Your doctor may have given you the green light to resume sex after you’ve given birth, but that doesn’t necessarily mean that you’re truly ready. After all, pregnancy, and especially labor and delivery, bring about a great deal of change to your body.
Additionally, you might not be mentally ready to get back between the sheets. It might take you more or less time to feel comfortable resuming sex after the baby than it did your sister or friend. Experts say that’s totally fine. So, don’t compare yourself to anyone.
To help you prepare for what to expect when you’re ready to resume sex after the baby, Aaptiv asked OB-GYNs to share the advice that they give their patients on postpartum sex.
Wait the recommended time.
The six-week rule exists for a reason—mainly to prevent infection. “There is a higher risk of infection postpartum because the cervix is dilated. [This] makes an easy passageway for infections, such as trichomonas, chlamydia, or gonorrhea to enter the uterine cavity and cause serious infections,” says Lakeisha Richardson, M.D., OB-GYN in Greenville, Mississippi. “In addition, the uterus is enlarged and has increased blood supply, so simple infections can quickly turn into serious infections, such as an abscess or sepsis.” It’s also important to remember that if you have stitches, your body needs time to heal.
It might take longer than six weeks.
Although physically you may be cleared for sex after six weeks postpartum, Dr. Richardson points out that women usually need more time before they are truly ready to resume intercourse. “A lot of women struggle with self-image after childbirth—unexpected stretch marks, weight gain, cesarean or vaginal scars, and the changes in the abdominal muscles can be overwhelming.” For this reason, it’s important to take your time and ease into postpartum sex.
It will be different.
Your body just went through the biggest change it will ever experience. It’s changed you in more ways than one. Physically, you may notice a decrease in muscle tone in the pelvic floor muscles. This can occur because of the reduced friction during intercourse, explains Lisa M. Valle, D.O., FACOG, OB-GYN and medical director of Oasis Women’s Sexual Function Center in Santa Monica, California. This is usually temporary. “Pelvic floor physical therapy, as well as regular Kegel exercises, can help,” she adds.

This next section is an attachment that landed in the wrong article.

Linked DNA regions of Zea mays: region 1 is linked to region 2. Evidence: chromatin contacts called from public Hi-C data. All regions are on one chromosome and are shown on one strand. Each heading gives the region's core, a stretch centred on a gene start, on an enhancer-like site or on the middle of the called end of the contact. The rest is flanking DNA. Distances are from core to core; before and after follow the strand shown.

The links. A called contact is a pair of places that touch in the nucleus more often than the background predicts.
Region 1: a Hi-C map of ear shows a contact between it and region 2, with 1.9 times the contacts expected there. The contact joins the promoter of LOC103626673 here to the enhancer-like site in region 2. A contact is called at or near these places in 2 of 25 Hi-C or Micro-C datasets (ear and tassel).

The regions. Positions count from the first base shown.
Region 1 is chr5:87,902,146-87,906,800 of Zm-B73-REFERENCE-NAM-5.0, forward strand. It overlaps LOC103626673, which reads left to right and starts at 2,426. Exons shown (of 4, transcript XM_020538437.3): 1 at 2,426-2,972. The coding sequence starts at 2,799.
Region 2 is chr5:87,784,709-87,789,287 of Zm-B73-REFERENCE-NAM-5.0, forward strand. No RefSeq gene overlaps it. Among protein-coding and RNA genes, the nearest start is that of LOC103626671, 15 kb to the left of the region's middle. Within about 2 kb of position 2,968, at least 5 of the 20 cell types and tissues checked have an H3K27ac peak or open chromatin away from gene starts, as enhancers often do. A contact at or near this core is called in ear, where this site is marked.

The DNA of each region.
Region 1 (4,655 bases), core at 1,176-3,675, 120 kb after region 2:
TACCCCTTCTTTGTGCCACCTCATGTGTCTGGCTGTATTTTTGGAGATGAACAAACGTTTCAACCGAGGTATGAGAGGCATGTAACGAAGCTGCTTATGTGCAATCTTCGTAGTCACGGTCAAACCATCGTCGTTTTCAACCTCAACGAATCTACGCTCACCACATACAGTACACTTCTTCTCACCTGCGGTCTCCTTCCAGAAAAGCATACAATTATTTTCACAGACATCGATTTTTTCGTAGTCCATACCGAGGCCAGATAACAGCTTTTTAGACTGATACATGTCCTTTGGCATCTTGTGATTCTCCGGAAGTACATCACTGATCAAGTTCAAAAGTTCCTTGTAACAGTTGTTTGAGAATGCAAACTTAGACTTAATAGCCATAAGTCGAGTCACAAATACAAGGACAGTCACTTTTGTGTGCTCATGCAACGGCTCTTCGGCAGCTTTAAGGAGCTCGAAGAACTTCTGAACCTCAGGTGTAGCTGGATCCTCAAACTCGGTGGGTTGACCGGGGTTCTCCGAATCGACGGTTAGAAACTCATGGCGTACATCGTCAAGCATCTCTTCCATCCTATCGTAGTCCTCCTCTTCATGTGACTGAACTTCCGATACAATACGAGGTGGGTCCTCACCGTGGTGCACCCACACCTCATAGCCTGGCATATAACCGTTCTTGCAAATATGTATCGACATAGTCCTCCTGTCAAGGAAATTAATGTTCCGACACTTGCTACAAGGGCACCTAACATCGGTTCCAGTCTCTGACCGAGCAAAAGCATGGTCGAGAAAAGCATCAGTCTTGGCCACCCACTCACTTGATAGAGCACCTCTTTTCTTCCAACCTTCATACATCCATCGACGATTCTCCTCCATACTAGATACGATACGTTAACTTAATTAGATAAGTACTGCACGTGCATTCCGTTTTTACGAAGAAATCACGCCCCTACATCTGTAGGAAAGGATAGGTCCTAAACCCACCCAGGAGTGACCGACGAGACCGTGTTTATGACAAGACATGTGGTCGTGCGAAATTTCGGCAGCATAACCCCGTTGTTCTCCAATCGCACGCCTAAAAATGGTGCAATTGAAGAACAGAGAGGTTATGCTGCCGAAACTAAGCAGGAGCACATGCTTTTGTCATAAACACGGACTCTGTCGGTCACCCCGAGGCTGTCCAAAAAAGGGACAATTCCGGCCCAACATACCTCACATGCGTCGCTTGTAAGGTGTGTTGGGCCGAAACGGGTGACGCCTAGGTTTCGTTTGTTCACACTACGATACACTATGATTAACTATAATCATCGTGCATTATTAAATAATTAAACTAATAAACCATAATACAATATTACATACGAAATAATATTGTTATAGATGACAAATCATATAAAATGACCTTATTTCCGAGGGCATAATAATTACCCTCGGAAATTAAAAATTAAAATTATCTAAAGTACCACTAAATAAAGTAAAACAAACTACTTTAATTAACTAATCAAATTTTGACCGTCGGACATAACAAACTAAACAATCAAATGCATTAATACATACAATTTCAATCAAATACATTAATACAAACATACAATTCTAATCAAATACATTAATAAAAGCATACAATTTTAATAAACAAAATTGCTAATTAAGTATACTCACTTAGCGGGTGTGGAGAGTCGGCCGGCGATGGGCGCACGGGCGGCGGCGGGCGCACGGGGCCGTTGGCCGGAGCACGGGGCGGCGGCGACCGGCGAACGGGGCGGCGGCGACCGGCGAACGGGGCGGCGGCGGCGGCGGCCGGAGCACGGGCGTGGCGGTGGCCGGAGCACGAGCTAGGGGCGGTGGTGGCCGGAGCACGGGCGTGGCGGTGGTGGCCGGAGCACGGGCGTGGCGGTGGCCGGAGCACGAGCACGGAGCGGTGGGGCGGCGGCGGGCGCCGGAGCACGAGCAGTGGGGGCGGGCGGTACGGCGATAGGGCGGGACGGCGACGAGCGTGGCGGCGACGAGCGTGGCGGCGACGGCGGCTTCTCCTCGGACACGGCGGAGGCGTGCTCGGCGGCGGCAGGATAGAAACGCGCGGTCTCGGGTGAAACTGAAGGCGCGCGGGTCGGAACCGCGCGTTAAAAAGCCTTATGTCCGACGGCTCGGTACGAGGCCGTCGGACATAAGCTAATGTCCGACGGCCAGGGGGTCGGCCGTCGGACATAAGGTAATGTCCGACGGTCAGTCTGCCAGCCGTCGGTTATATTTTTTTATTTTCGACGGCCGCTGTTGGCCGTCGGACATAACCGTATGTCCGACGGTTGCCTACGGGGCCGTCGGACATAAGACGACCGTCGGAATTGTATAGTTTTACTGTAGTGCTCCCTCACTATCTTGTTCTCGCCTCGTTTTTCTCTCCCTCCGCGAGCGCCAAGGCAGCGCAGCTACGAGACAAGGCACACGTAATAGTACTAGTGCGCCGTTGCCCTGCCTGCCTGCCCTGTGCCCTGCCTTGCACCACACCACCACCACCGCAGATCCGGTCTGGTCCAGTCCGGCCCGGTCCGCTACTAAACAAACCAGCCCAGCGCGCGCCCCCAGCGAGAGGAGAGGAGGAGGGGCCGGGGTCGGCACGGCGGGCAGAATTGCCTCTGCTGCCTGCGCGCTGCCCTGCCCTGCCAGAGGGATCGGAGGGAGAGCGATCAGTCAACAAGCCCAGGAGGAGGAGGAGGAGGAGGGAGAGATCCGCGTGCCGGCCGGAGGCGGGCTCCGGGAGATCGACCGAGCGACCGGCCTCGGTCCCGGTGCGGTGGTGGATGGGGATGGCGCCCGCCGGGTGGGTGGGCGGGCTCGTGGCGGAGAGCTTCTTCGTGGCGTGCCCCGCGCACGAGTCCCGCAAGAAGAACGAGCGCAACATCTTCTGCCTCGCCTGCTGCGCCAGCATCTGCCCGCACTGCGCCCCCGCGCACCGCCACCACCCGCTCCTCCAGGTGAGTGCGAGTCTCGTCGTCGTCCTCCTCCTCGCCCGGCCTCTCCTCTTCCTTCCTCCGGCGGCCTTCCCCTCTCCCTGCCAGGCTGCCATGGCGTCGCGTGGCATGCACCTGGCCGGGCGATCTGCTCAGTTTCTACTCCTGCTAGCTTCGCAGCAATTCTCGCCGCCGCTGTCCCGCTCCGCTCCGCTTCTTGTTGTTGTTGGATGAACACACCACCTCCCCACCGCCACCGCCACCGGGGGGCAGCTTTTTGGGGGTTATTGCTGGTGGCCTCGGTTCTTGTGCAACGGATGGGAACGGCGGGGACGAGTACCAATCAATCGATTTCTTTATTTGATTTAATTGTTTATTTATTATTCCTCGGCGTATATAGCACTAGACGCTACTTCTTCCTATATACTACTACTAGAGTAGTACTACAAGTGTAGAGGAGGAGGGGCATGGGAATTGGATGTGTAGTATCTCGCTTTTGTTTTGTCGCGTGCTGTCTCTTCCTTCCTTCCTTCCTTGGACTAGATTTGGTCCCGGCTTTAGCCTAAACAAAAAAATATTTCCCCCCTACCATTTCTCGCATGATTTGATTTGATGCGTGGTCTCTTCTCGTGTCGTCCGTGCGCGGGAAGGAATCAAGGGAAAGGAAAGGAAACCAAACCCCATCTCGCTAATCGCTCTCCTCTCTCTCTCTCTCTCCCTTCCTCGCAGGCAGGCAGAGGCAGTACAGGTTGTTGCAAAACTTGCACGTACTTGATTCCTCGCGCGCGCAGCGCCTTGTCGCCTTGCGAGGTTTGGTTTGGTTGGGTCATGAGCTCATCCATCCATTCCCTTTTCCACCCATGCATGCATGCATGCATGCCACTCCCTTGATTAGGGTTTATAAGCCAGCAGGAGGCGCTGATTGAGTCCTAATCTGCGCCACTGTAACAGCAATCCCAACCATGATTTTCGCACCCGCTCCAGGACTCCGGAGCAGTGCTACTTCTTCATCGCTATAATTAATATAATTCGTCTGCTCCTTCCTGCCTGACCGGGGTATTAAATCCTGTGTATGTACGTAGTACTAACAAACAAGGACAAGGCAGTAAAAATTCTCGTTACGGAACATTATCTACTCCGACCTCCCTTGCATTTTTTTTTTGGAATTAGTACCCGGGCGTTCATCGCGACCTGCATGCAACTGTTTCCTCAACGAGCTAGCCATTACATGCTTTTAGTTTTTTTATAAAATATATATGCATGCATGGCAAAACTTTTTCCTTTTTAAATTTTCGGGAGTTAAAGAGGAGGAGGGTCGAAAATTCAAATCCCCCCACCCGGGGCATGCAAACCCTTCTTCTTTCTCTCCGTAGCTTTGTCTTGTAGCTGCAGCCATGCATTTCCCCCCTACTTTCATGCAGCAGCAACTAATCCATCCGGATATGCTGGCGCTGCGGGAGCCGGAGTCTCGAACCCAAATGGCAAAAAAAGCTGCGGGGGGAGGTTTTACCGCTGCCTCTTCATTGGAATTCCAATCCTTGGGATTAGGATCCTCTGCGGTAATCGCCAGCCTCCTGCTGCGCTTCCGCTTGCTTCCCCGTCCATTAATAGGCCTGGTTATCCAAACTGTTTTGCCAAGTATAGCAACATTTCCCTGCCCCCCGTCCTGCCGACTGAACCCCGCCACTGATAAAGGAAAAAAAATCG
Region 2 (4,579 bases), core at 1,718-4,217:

Hormone shifts may cause dryness.
Estrogen levels decrease after delivery, and breastfeeding also keeps estrogen levels low, which can cause vaginal dryness, decreased libido, and pain during sex, explains Dr. Valle. Lubricants can help with this. “Occasionally, a patient might require a small amount of vaginal estrogen cream to temporarily alleviate the pain and dryness,” she adds.
It might be painful for a while.
“There may be some mild pain or discomfort with trying to have sex after baby due to abnormal tissue in the vaginal area, such as granulation tissue or a stricture,” explains Dr. Richardson. If you are experiencing pain, give your health care provider a heads up. It may be a symptom of something more serious, such as an infection. If it’s mild pain, consider using silicone-based lubricants such as Replens Silky Smooth. “These can help ease some of the discomfort associated with dryness,” adds Dr. Richardson. “In addition, if you have an area where a tight band may have formed as a result of sutures, massage the area on a regular basis and the band will loosen.”
You might experience “milk let down.”
If you are breastfeeding and have breast stimulation, you may experience milk dripping from your breasts at times when you’re not nursing. This is known as milk let down—and it may happen during sex. To prevent milk let down, Dr. Richardson recommends wearing a tight fitting bra during sex and skipping any breast manipulation.
The intimacy might take time to rebuild.
Before labor and delivery, you were pregnant for nine whole months. Considering this, you and your partner have likely been less sexually intimate than you were before you conceived your beautiful baby. This can change the dynamic of your chemistry, at least in the beginning.
“Sharing conversation over coffee in the morning or taking a shower together after you put the baby down for the night allows you to maintain relationship and connection,” advises Dr. Manigat. “Connecting in non-sexual ways throughout the day will help to keep you both connected in the bedroom.”
You can get pregnant while breastfeeding.
Don’t forget to talk to your physician about birth control options prior to resuming intercourse. Despite what many new moms think, you can get pregnant while breastfeeding. “You can get pregnant in your first six weeks postpartum, and you can get pregnant before your first normal cycle after your delivery,” says Dr. Richardson. “Always use condoms during postnatal sex, until you have been on an approved birth control method for at least thirty days.”